And there are five terrain features you’ll want to watch out for:
Hilltops are the highest point of elevation in a rise, offering opportunities for overlook.
A ridgeline is a series of hilltops, enabling high ground travel.
A saddle is a low area between two hilltops, offering windbreak for camps without sacrificing elevation.
A draw is the reduction in elevation from a saddle with high ground on both sides. This is usually a good runoff point for water and in many cases leads to a valley.
5. A valley is a low elevation running between ridgelines. These areas hold runoff and are the best places to look for unmarked streams. If they hold water, the higher ground above them will be excellent for ambushing game that goes to the water to drink. Most valleys are also good trapping locations.
See FIGURE 7.21 below for an example of a topographical map.
USING THE MAP
Once you can read the basic features of the map, you need to understand the other information that it can provide. The map can give you distance from one point to another, as well as show you the differences between what your compass is reading (called magnetic north) and what the map has laid out (called grid north). The slight variation is called the declination and will be important if you plan to travel using your map to obtain bearings.
For rudimentary navigation, you do not need to worry much about the declination differences between grid north and magnetic north. However, if you are trying to be very precise over distance and intend to take your bearings from the map, you will need to understand this process. Your map contains a declination diagram, which will show you the amount of degree o set left or right between magnetic north and map north. The top of any map is oriented north. ink of straight up on the map as corresponding to the hands of a clock pointing to 12. Magnetic north is actually left or right of 12 o’clock, depending on where you are standing on the earth’s surface. Your compass always points to magnetic north, but the map is made to linear and lateral direction, so north on the map is not magnetic north. This difference is indicated in the declination diagram as a degree of o set. Once you find the declination diagram, you can set the declination difference in your compass if it has adjustable declination or use the calculation based on the degree of offset on every bearing you take from the map when planning your route. See FIGURE 7.22 below for an example of a declination diagram on a map.
Orienting the map allows you to match the two-dimensional image on the map to what you’re seeing in the landscape. To orient the map, place your open compass on one corner so the straight edge of your compass and the grid lines on the map are parallel. If you are using this map to figure a route and to factor travel bearings, to start this operation you will need to either have the declination difference set on the compass or offset your bezel ring that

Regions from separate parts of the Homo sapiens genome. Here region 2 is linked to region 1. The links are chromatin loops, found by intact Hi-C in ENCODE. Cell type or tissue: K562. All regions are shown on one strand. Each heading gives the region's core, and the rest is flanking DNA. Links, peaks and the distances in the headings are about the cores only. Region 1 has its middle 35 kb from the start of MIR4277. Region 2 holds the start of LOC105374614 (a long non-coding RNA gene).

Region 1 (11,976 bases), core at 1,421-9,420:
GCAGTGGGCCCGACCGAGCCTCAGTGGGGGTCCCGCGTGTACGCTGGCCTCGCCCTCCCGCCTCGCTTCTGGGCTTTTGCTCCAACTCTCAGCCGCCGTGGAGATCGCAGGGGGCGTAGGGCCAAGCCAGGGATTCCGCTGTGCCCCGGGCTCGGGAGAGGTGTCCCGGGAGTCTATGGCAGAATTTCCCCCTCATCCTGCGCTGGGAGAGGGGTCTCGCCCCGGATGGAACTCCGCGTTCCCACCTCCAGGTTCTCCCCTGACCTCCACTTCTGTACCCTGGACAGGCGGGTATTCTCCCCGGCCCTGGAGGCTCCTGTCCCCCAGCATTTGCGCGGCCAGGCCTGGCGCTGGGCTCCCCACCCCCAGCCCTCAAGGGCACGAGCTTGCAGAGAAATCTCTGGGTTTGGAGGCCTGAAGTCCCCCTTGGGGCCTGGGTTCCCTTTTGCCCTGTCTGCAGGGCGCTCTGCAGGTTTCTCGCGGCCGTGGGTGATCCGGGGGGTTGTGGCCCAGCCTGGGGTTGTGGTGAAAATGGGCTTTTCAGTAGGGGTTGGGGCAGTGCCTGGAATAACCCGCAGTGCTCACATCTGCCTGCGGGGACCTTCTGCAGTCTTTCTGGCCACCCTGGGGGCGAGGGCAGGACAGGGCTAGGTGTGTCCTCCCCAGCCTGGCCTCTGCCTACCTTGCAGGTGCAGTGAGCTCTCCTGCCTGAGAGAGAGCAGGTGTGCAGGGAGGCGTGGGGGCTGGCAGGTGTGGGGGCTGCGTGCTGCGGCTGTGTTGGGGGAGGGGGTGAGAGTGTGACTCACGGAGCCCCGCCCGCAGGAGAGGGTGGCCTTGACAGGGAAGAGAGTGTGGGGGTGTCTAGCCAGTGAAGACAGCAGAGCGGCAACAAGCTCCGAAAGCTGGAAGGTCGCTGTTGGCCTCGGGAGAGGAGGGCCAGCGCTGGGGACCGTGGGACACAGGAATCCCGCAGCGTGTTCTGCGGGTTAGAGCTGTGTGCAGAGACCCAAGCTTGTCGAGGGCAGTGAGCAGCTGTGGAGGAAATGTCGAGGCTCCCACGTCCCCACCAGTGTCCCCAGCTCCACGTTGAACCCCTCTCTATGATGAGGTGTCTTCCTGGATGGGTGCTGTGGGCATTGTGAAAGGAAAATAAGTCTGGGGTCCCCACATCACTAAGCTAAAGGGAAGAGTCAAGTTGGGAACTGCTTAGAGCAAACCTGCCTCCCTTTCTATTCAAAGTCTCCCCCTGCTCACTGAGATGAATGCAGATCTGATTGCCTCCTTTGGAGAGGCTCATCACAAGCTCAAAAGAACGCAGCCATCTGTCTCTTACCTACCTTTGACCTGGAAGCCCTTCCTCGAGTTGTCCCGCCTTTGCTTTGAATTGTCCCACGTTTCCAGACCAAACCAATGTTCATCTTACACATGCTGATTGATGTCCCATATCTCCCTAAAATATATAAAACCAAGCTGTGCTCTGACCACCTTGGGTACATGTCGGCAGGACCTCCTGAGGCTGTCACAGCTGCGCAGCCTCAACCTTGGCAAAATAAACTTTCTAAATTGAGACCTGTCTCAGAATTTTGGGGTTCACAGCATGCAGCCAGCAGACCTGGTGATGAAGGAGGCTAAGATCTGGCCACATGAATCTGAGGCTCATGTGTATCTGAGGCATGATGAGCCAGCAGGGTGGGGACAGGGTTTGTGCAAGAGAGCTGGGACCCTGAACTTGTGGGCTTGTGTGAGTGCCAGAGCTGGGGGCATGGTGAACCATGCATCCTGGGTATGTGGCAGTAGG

amount from 360 degrees at the top of the compass. When you’ve done this, rotate the map until the north needle is again in the doghouse. The map will be oriented to the terrain in front of you. Make sure that when you begin this procedure your map compass top is toward the top of the map. See FIGURE 7.23 below for an example of how to orient the map.
USING PACE BEADS
You may determine that your destination is two kilometers (klicks) ahead but once you start walking you’ll need to keep track of how far you’ve gone. Pace beads are used to measure distance traveled. Simply create two strings of beads: one strand of nine beads and one strand of four beads. These are used to count five kilometers. Each bead on the side with nine beads represents 100 meters, and each bead on the side with four beads represents one kilometer. You will start with all beads at the top of the two strings and drop beads accordingly as you travel in 100-meter increments. The key to this is figuring how many paces it takes to walk 100 meters. Keep track in your camp journal or notes of your pace in various terrains carrying your typical gear. Over time you will be able to determine your average pace. See FIGURE 7.24 below for an example of pace beads.
Editor’s note: Survivalist expert Dave Canterbury is the co-owner and supervising instructor at the Pathfinder School, which USA Today named one of the Top 12 Survival Schools in the United States. He is the New York Times bestselling author of Bushcraft 101, Advanced Bushcraft, andThe Bushcraft Guide to Trapping, Gathering, and Cooking in the Wild, and he runs a bushcraft YouTube account with nearly 550,000 subscribers.